As part of a special investigation, senior correspondent Eric Shawn, the I-Unit and others sent 500 envelopes from more than 50 locations throughout the country to test how quickly they traveled between addresses, and to a single destination in New York.
A little more than two percent failed to reach their destinations, including nine envelopes that have not been delivered more than a month later.
A USPS spokesperson told Fox that they could not substantiate whether the test “represents a reasonable approximation of Election mail, including ballots, as processed and delivered by the United States Postal Service in a real election cycle.”
With more than 32.8 million votes reportedly cast by mail already, one expert warned that any failure to deliver could have serious consequences.
Fox kept track of exactly 500 envelopes that were sent by producers in the New York City, Los Angeles, Miami, Chicago and Dallas metro areas. Out of that 500, 11 failed to reach their destinations. Two were returned to sender, and the other nine yet to arrive.
In each city, 100 envelopes were mailed from a variety of addresses.
Out of the 100 envelopes sent by producers in each metro area, 20 were addressed to a post office box in lower Manhattan that was monitored daily. The other 80 were sent to a single destination in each city that was also monitored.
In New York, envelopes were mailed from locations within almost 70 miles of the destination. Delivery times there ranged from two to five days, and in many cases it was the envelopes traveling the shortest distances that took the longest amount of time to travel.
Some of the mail sent from one New York borough to another took just as long or longer to arrive than the envelopes sent to New York from Los Angeles.
The envelopes sent to New York from California ironically traveled the greatest cross-country distance of all of the test ballots, but arrived in the least amount of time of any in that same group.
Every envelope sent from or within the west coast reached its destination, with New York being the only other city where every envelope arrived at the correct location.
The Dallas metro area had some of the best in-state performance, but the envelopes that were sent cross-country took twice as long to travel as the envelopes sent from Los Angeles.
“The use of extraordinary measures beyond the normal course of operations is authorized and expected to be executed by local management between October 26 and November 24 to accelerate the delivery of ballots, when the Postal Service is able to identify the mailpiece as a ballot.”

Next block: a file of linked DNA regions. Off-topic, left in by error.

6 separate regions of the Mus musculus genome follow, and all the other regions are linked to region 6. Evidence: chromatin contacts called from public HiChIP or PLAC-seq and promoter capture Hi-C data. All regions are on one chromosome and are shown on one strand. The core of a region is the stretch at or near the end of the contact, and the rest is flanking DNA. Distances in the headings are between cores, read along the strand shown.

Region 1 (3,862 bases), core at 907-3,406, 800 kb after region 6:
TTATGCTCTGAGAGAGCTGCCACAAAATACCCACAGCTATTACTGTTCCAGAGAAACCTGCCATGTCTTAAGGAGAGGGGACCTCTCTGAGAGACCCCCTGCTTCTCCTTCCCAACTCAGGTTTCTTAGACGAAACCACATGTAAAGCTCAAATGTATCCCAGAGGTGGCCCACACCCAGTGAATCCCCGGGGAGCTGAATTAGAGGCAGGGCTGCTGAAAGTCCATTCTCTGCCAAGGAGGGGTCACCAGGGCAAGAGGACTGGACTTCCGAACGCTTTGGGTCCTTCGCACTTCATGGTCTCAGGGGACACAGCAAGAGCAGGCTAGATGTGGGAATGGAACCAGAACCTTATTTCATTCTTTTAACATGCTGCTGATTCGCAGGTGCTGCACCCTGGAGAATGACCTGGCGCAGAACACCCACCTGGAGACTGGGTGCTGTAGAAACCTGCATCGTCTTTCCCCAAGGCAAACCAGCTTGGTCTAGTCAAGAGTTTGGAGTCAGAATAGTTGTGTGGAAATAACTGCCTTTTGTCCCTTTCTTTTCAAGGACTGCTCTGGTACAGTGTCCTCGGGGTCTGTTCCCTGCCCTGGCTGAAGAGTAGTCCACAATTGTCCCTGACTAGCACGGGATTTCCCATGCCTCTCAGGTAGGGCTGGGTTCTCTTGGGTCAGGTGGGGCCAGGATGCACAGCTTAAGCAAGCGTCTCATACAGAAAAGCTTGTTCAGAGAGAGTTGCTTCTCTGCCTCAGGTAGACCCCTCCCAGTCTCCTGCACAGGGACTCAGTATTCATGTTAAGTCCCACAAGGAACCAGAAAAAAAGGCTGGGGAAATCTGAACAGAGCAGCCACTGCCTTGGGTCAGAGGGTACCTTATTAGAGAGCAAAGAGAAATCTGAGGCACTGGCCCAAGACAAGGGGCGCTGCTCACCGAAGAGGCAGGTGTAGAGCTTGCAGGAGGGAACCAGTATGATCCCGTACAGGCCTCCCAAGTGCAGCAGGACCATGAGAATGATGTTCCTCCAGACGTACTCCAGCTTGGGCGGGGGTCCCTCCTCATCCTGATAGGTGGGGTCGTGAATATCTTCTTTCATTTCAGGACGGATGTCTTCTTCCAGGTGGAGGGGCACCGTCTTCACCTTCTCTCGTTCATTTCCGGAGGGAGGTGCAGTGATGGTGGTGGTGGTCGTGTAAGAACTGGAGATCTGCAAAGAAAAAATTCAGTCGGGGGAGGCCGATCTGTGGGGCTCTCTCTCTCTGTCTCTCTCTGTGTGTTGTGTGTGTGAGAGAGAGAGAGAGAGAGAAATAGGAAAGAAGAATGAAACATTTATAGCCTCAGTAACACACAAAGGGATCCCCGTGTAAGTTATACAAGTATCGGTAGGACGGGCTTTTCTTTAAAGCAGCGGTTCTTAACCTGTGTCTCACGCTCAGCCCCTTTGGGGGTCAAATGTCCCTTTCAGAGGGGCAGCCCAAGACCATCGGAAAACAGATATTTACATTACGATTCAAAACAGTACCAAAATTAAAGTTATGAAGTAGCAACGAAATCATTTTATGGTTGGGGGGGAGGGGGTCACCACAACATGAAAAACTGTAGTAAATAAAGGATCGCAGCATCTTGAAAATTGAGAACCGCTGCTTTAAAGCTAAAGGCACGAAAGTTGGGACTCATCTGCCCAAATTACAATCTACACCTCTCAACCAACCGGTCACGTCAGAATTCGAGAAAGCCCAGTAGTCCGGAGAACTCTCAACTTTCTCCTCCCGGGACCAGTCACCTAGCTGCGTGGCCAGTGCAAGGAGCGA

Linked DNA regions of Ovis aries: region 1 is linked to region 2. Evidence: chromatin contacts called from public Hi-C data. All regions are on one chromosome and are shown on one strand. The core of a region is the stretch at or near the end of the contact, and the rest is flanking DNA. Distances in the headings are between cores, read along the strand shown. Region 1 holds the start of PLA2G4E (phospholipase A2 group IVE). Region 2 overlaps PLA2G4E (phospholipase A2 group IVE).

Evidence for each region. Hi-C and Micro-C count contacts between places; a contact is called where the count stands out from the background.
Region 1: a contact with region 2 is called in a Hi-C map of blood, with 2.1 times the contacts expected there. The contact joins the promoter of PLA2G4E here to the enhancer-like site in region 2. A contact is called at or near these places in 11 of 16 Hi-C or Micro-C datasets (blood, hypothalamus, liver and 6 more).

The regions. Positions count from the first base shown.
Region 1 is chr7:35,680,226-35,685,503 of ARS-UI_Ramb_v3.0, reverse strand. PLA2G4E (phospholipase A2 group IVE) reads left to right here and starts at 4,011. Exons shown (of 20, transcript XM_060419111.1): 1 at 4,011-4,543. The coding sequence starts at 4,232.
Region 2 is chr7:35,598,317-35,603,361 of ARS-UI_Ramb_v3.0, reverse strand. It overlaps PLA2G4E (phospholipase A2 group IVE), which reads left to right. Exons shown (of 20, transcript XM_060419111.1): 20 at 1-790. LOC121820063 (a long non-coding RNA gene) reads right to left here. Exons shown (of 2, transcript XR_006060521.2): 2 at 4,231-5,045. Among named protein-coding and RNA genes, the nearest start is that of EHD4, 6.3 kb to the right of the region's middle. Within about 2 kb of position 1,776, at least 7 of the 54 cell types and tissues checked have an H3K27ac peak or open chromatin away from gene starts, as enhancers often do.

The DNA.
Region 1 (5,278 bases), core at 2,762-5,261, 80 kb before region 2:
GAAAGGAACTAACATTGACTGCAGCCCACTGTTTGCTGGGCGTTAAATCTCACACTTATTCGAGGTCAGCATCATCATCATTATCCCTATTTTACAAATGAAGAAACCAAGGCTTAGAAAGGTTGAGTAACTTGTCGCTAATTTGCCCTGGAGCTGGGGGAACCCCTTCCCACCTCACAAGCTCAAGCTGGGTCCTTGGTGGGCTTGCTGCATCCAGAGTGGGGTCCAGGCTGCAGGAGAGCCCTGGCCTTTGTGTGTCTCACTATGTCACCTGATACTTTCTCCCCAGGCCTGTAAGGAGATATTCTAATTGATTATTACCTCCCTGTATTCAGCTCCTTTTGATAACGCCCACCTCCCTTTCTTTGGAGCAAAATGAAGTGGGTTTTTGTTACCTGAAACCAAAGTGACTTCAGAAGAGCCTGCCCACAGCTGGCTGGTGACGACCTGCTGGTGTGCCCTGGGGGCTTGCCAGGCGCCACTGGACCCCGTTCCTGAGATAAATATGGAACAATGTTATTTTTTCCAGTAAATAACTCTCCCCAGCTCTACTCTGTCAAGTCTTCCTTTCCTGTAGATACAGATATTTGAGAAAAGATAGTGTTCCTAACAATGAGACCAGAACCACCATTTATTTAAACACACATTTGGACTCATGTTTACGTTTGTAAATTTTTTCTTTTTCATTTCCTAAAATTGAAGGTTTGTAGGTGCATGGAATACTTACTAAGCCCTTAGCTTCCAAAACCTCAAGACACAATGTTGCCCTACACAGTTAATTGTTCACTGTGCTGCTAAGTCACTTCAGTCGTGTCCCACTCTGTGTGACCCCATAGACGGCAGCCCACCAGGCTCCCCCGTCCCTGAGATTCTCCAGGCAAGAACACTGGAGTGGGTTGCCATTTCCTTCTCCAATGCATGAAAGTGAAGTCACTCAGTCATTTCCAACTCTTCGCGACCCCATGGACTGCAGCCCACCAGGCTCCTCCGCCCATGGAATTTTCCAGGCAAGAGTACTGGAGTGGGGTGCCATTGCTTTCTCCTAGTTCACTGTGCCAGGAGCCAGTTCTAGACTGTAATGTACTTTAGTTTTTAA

Two of the envelopes sent from Dallas were also returned to sender, despite bearing identical postage to other envelopes that were successfully delivered to the intended address.
Chicago's postal performance was perhaps the most consistent, although slower than some other cities. Nearly all envelopes traveling within the area, and to New York, arrived in about four or five days. The exception was a single envelope sent on Sept. 14 that still has not reached New York.
The state with the poorest performance in the Fox test was Florida where seven out of the 20 envelopes sent from the Miami metro area to New York still have not arrived as of Oct. 26. All of them were also sent on Sept. 14 and15, in a batch that was otherwise delivered in five days or less.
Florida’s in-state envelopes arrived at their destinations within a week, with the exception of one that is still unaccounted for. Hurricane and tropical storm season also made precise tracking an issue in Florida and Texas.
In a statement, a USPS spokesperson, who is one of the Postal Services’ experts on election mail, told Fox that beyond working closely with state officials on the issue, the USPS “has allocated additional resources, including, but not limited to, expanded processing procedures, extra transportation, extra delivery and collection trips, and overtime, to ensure that Election Mail reaches its intended destination in a timely manner.”
Election mail also bears special official markings that differentiate it from standard mail and is expedited by law.
The spokesperson added that beyond additional resources, “the use of extraordinary measures beyond the normal course of operations is authorized and expected to be executed by local management between Oct. 26 and Nov. 24 to accelerate the delivery of ballots, when the Postal Service is able to identify the mailpiece as a ballot.”
The extraordinary measures the spokesperson referred to include expedited handling, extra deliveries and special pickups, which have been used in past elections, to connect blank ballots entered by election officials to voters, or completed ballots returned by voters entered close to or on Election Day to their intended destination. Those measures include Priority Mail Express, Sunday deliveries, special deliveries and running collected ballots to Boards of Elections on Election Day, etc.
“Some estimates are that there might be one hundred and fifty million people voting for president this year."
“Some estimates are that there might be one hundred and fifty million people voting for president this year,” Barry Burden, director of Elections Research Center at the University of Wisconsin-Madison, told Fox News.
Mail-in voting surged during the 2020 primaries, with a little more than 50 percent of voters casting a ballot by way of their mailbox. That’s an incredible influx of ballots when compared to the 27 percent mailed in the 2018 general elections and the 25 percent mailed during the 2016 general election, according to the Pew Research Center.
That’s why Burden believes “any failures of the postal service to deliver in a timely fashion are really problematic. They put a voter at risk of not having their ballot counted.”